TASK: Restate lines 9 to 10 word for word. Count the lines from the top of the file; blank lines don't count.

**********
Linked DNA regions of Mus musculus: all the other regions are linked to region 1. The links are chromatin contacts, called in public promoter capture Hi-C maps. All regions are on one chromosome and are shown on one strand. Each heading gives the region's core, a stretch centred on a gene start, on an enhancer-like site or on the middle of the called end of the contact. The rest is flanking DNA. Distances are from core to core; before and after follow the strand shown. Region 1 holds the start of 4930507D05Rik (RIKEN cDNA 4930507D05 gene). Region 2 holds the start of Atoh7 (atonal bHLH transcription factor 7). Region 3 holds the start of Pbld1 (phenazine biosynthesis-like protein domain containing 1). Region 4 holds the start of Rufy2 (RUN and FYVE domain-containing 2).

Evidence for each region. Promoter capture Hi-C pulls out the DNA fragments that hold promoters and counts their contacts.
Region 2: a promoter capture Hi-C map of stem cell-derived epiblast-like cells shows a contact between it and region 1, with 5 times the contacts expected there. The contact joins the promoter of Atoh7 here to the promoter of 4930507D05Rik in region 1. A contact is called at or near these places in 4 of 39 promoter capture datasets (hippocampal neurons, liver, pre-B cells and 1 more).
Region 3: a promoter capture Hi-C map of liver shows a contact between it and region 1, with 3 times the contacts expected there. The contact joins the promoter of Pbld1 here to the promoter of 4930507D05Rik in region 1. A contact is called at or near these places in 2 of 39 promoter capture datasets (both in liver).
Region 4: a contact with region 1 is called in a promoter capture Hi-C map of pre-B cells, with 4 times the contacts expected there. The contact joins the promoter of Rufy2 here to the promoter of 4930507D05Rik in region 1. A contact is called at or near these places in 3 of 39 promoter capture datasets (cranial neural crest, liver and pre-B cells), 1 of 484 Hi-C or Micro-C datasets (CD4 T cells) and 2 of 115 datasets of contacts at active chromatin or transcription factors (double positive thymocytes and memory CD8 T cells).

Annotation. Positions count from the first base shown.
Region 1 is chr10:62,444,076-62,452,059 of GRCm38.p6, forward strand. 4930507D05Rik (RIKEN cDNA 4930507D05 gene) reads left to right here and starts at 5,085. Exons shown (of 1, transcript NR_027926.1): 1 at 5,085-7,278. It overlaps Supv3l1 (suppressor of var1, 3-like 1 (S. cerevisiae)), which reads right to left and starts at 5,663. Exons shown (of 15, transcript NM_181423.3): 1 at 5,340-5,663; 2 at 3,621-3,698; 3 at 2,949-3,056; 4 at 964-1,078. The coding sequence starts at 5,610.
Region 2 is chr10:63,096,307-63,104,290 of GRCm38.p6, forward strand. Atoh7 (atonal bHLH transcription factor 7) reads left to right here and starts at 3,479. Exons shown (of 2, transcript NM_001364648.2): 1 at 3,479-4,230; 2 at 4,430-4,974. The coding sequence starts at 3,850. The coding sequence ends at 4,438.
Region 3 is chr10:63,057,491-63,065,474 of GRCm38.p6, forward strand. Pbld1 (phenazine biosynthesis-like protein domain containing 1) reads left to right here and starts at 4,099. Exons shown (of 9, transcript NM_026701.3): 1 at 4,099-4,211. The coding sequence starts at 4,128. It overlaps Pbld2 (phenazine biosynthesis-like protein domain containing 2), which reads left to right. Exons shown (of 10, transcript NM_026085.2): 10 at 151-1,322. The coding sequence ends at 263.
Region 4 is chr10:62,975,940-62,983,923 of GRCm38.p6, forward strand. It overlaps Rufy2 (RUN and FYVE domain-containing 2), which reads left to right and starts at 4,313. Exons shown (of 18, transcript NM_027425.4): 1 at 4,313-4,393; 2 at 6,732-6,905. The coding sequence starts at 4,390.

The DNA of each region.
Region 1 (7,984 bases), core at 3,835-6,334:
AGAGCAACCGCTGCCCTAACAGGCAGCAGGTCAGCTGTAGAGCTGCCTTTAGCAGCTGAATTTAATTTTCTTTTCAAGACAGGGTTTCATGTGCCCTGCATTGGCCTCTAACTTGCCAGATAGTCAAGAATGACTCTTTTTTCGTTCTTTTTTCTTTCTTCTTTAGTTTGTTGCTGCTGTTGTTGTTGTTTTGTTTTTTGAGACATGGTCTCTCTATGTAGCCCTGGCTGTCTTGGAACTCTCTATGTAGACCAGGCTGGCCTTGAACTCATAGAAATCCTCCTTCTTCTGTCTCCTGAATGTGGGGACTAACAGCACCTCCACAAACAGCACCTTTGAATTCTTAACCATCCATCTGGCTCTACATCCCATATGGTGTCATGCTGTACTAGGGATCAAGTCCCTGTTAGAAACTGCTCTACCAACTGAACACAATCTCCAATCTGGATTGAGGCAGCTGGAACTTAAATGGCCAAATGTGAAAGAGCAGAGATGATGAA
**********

Region 3 is chr10:63,057,491-63,065,474 of GRCm38.p6, forward strand. Pbld1 (phenazine biosynthesis-like protein domain containing 1) reads left to right here and starts at 4,099. Exons shown (of 9, transcript NM_026701.3): 1 at 4,099-4,211. The coding sequence starts at 4,128. It overlaps Pbld2 (phenazine biosynthesis-like protein domain containing 2), which reads left to right. Exons shown (of 10, transcript NM_026085.2): 10 at 151-1,322. The coding sequence ends at 263.
Region 4 is chr10:62,975,940-62,983,923 of GRCm38.p6, forward strand. It overlaps Rufy2 (RUN and FYVE domain-containing 2), which reads left to right and starts at 4,313. Exons shown (of 18, transcript NM_027425.4): 1 at 4,313-4,393; 2 at 6,732-6,905. The coding sequence starts at 4,390.